22 March 2016: Brussels attacks call for integration through education

Author: Hans Vossensteyn

Tuesday 22 March 2016, Motel One in the centre of Brussels, Rue Royale, 2 km from metro station Maelbeek. I get up at 07:00 and open my laptop to prepare for a project meeting with DG Education and Culture of the European Commission at 11:00 on the Relevance of Higher Education for Society. At 8:00 I look out of my window. The armed soldiers arrive to guard one of the EU buildings behind the hotel, business as usual.  Around 8:30 I go downstairs to have breakfast. All looks normal, many people selecting their food and drinks, chatting in various languages, laughing, preparing their meetings, watching the news on their phones: it is just a normal day…. Returning to my room I vaguely hear a booming sound, probably a neighbour closing the door a bit too strongly. My phone rings. Our Flemish project partner calls to hear if it is safe to come to Brussels. “Why not?” “There has just been a terrorist attack on Brussels Airport Zaventem.” I look out of the window, see more soldiers walking up and down the street behind the hotel. Sirens further away in the city. “Yes all looks fine here, no panic at all in the hotel”.

Gradually many sms, emails and WhatsApp messages come in: “yes I am fine …”. My television doesn’t work and please let me concentrate on my project meeting: “how can higher education contribute to positive and active citizenship?” At 10:10 I am in the lobby to check out. I meet my German colleague who tells about the blast at Maelbeek metro station… “so that is what I heard earlier …”. In front of the hotel there is a continuous stream of sirens: police cars, ambulances, security vehicles, all overtaking the last tram to pass the hotel that day.

We anyhow decide to head towards our meeting. Walking up Rue Royale and turning left into Rue de Loi …. Almost deserted and in the distance we see army vehicles blocking the road. Upon asking the policeman who is stopping all traffic wanting to enter Rue de Loi whether we can reach the EU quarter he stares at me, holds his breath for 2 seconds and replies: “of course not!”. Gradually I start realizing that we have suddenly entered a completely different reality, a reality we only know from the movies. One cannot reach the cash machine inside the bank – closed. Security officers close a crossing to let multiple security cars with loud sirens pass at high speed, helicopters in the air, even fewer cars and pedestrians in the streets…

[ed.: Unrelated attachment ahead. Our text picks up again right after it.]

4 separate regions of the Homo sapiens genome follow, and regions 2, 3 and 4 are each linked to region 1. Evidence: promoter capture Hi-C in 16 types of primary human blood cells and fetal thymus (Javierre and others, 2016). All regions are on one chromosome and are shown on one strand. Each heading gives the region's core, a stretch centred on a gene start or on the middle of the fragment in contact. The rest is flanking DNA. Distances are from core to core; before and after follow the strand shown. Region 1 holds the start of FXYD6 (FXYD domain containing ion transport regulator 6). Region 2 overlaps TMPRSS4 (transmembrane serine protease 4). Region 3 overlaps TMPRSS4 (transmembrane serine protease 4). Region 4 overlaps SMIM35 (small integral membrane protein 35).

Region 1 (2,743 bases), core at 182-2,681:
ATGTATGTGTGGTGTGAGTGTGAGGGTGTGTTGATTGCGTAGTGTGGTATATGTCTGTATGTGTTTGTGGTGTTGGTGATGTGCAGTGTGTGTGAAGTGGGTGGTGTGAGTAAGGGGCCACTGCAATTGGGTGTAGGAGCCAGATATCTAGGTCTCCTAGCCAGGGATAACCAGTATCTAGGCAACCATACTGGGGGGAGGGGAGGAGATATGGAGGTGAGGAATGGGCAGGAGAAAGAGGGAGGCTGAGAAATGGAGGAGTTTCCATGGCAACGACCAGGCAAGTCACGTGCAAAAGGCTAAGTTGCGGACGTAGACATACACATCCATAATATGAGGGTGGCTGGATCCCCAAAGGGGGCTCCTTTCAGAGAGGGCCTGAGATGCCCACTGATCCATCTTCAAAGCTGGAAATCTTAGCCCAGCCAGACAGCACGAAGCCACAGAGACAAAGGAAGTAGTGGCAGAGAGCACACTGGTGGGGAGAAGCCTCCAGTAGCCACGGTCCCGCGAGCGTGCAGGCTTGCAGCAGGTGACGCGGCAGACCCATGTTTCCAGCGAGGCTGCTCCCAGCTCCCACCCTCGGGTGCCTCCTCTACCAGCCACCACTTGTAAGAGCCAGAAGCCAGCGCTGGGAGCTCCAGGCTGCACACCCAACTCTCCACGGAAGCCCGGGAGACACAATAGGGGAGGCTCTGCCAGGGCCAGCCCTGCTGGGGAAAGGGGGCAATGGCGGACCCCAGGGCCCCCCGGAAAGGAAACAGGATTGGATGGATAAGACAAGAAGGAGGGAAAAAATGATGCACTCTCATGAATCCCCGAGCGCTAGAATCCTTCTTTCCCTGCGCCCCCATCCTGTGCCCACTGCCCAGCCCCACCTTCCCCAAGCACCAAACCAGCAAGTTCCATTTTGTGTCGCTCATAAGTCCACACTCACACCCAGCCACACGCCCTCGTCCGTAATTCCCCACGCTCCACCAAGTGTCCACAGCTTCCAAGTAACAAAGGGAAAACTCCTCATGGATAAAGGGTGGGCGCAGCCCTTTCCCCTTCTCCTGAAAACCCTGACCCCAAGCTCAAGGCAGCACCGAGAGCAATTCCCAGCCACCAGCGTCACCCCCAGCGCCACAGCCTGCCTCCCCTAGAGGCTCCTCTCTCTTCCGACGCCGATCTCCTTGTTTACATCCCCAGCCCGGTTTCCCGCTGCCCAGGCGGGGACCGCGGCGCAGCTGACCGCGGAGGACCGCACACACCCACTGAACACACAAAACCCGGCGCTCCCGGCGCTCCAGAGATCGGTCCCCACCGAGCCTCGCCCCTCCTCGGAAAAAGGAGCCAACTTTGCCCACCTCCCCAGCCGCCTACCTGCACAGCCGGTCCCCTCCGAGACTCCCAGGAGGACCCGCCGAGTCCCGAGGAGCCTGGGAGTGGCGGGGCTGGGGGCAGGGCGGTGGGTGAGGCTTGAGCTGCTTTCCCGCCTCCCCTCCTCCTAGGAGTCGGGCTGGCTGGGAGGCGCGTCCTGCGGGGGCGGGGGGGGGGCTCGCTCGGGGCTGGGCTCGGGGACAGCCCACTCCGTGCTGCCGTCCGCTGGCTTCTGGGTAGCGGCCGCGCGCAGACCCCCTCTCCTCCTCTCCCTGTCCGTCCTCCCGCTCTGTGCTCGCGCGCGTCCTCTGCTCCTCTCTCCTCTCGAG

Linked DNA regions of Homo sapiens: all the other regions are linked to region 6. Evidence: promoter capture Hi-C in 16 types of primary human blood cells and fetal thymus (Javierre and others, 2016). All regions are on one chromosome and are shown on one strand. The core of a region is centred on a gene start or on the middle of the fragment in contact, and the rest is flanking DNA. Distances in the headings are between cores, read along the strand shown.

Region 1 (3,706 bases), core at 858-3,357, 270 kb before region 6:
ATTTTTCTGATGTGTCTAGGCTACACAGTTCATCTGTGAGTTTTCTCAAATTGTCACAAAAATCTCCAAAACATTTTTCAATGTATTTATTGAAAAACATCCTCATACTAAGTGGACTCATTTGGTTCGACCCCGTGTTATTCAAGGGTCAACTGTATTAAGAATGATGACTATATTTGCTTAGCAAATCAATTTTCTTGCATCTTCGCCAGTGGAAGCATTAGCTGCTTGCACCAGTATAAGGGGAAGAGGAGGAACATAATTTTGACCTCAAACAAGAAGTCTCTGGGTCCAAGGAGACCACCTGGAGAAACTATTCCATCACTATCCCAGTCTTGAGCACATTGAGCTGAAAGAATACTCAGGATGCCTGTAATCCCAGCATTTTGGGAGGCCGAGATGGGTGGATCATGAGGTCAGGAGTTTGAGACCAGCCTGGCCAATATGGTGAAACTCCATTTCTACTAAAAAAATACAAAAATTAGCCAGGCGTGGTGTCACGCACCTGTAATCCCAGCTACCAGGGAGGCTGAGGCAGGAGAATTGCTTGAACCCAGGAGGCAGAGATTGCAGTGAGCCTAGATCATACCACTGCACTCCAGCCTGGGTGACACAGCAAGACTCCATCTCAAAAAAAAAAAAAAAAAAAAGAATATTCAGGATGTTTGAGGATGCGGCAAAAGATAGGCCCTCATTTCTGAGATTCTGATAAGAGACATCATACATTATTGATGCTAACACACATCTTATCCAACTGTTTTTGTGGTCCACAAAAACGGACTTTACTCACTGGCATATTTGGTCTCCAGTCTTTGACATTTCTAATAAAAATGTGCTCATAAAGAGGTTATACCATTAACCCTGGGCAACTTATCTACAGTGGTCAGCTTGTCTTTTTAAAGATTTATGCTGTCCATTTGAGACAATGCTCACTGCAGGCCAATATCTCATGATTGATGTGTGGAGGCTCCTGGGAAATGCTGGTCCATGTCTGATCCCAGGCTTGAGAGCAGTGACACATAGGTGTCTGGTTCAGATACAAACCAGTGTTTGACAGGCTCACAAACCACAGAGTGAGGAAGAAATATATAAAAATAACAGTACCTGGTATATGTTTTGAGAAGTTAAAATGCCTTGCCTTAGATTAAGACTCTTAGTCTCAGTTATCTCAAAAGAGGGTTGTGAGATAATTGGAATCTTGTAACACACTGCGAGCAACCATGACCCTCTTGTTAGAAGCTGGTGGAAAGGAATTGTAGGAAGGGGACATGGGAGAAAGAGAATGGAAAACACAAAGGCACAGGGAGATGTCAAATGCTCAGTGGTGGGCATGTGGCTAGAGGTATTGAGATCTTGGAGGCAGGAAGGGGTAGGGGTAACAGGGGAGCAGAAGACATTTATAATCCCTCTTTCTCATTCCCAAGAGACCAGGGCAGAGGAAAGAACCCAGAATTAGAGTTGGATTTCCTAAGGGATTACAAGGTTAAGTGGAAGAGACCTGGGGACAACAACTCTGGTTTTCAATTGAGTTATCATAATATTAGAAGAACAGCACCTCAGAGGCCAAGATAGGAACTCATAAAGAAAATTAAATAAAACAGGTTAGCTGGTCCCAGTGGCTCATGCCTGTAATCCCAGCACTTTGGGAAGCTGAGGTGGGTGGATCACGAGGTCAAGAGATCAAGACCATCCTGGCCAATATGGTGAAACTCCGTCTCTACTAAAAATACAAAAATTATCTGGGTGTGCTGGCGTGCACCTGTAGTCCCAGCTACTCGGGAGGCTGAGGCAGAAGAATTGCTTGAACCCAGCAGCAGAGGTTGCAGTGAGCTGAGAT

Back in the hotel we find out that we have been isolated from the normal world. Public transport has stopped, no railway traffic to and from Germany and the Netherlands. All rental cars are probably hired out by now, if we can get to a rental service at all. The hotel lobby however is a sea of tranquility, coffee is served, no screaming television, no panic among customers and staff, all appears to be “under control”. Though internet, WhatsApp and sms still work, it becomes very hard to make any phone calls. My 15-year old son starts apping me, encouraged by his teacher. Many colleagues and friends follow: “please try to get home safely.” “Yes we are fine and are working on a plan …”. We discuss our research project: “does teaching democratic values contribute to personal development, citizenship or employability?” Through the hotel staff we order a taxi: €300 to get to the first big train station in the Netherlands, Roosendaal.

The Iranian taxi driver uses the smart app Waze to navigate us out of the surrealistic city: almost empty streets, some small road blockades guarded by security staff, closed gasoline stations, a few congested exit routes … we take the narrow streets through seemingly deserted neighbourhoods until we reach the highway where the stream of cars gradually thickens. But … the entrance routes to the city are completely empty. The exit to Zaventem is blocked with police everywhere… we gradually leave the war zone, still not fully realizing what we have just witnessed and experienced.